Tuesday, June 17, 2008

The hardest part...

I was recorder for an hour-long code today. The patient essentially came in the door with next to no chance at making it, but we gave it our all. I love the teamwork aspect of a critical situation. Everybody steps in and does their job and we all come together so well.

Today was no different. Everyone was doing what we had to do and we were all doing a great job of reminding each other if we saw things to be improved on. The atmosphere was very professional and efficient and we were doing very well and not letting the emotion of what was actually going on in front of us get to us.

The wife and daughters of the patient came in the room so that they could get some closure. By this time the code was still going on, but we had used up most of our medication options and the situation looked grim indeed. We all maintained the necessary clinical distance and yet were able to show the family the needed empathy in a terrible situation like this. It isn't something that you think about. You just do it. You have to. There is no choice if you want to survive in an environment where death is always just around the corner. We are all professionals and we all can do it.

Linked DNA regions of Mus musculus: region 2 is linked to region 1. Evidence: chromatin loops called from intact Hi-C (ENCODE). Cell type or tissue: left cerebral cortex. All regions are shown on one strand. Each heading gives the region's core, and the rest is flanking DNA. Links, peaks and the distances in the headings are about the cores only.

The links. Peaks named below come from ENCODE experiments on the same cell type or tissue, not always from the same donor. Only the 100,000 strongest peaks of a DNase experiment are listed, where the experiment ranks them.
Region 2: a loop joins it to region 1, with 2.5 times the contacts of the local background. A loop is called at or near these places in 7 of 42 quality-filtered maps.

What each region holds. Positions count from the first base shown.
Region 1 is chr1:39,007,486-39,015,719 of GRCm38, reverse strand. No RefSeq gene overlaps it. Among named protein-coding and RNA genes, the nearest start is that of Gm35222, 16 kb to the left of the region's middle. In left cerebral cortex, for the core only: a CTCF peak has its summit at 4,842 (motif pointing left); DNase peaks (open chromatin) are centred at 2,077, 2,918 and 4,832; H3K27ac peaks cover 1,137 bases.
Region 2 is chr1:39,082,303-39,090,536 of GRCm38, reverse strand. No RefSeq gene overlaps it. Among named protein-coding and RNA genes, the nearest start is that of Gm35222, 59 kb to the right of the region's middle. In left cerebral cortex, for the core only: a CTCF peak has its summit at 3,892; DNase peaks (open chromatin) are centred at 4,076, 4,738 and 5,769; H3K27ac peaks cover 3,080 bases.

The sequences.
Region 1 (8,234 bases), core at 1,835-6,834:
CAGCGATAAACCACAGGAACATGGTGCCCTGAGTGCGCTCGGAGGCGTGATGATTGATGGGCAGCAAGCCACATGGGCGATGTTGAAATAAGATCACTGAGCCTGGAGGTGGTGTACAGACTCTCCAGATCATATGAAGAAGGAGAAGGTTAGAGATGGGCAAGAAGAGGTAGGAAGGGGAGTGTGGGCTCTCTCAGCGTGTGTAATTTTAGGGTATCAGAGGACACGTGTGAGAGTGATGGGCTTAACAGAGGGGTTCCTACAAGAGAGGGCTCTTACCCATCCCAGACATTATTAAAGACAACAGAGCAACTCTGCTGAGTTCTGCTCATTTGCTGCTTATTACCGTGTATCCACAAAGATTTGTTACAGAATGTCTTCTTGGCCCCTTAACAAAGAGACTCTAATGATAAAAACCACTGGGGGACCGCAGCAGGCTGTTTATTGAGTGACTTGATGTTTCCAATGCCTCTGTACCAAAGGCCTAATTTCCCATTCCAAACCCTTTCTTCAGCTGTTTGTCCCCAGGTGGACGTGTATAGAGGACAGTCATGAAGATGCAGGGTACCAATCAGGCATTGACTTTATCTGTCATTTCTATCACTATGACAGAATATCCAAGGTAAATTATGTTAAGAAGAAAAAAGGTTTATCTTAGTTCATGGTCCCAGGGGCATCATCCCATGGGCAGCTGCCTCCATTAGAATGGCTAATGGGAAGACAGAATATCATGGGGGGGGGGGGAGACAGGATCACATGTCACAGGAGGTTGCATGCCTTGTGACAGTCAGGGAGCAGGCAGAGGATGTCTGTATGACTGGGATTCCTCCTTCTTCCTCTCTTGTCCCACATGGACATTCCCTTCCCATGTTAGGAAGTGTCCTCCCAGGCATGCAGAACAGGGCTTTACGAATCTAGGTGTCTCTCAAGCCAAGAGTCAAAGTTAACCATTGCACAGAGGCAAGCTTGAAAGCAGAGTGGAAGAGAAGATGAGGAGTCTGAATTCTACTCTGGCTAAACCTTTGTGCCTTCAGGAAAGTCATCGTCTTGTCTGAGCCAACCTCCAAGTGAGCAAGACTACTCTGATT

The hardest part, however, was when the family started talking to the patient. It was not easy to hear this poor woman pleading with her husband, "please don't you leave me. I need you to fight and stay with me." But when reality started to sink in and the truth took hold on this dear sweet lady, was when it became next to impossible for the rest of us to stay out of the emotions of it. The tone changed from pleading for him to stay to giving him permission to leave. When she started saying, "I really love you and want you to stay, but if you have to go, then you can go." and the daughter said, "it's okay Dad, I'm going to look after Mom. She'll be alright" was when tears started flowing in the room.

I'm not sure that will ever get any easier.

Picture borrowed from www.advance-counseling-denver-boulder.com



No........it doesn't get easier. But experience lets you deal with it better. And this is where critical debriefing is so important to the team members--it lets YOU get some closure to these situations.

NewGradNurse said...

one's mind in a code is that of technicalities...meds, policies, procedures. it's easy to forget the code is actually a person, not an event.


Anonymous said...

If it ever gets easy then it's time to go.

Tracey said...

Ditto buttercup. Enough said.

Unknown said...

Great comments that show you have all been there and done that. It is a great comfort to do this long enough to know it is ok for families to see our tears.